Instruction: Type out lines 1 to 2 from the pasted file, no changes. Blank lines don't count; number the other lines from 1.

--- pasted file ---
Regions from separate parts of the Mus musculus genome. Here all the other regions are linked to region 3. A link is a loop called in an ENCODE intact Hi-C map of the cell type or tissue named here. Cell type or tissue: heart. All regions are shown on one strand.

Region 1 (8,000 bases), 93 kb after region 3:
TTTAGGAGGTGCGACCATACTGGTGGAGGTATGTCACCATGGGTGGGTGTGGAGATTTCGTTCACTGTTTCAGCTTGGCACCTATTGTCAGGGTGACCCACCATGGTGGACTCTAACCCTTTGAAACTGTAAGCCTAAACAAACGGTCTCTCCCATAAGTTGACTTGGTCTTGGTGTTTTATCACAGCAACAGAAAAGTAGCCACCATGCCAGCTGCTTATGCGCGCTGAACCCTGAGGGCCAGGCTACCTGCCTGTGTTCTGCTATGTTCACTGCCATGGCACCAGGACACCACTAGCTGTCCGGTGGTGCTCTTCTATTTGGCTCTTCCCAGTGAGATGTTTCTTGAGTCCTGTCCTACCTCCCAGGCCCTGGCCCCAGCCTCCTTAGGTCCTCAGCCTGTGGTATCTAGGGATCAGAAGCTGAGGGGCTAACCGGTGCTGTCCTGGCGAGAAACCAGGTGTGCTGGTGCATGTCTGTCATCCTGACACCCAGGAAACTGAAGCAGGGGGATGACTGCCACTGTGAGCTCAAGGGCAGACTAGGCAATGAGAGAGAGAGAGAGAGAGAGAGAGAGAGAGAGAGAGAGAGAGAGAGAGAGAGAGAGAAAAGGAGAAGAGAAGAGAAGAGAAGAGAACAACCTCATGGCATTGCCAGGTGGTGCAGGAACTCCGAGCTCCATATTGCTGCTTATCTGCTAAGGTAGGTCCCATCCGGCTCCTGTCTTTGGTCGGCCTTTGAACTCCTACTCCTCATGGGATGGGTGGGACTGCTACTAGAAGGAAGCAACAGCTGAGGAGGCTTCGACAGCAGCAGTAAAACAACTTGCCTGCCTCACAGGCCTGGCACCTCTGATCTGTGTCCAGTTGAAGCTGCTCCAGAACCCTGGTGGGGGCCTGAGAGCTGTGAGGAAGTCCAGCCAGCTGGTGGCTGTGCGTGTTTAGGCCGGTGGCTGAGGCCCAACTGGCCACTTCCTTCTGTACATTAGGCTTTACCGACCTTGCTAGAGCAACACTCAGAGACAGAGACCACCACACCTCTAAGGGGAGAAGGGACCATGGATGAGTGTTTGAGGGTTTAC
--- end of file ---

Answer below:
Regions from separate parts of the Mus musculus genome. Here all the other regions are linked to region 3. A link is a loop called in an ENCODE intact Hi-C map of the cell type or tissue named here. Cell type or tissue: heart. All regions are shown on one strand.

Region 1 (8,000 bases), 93 kb after region 3: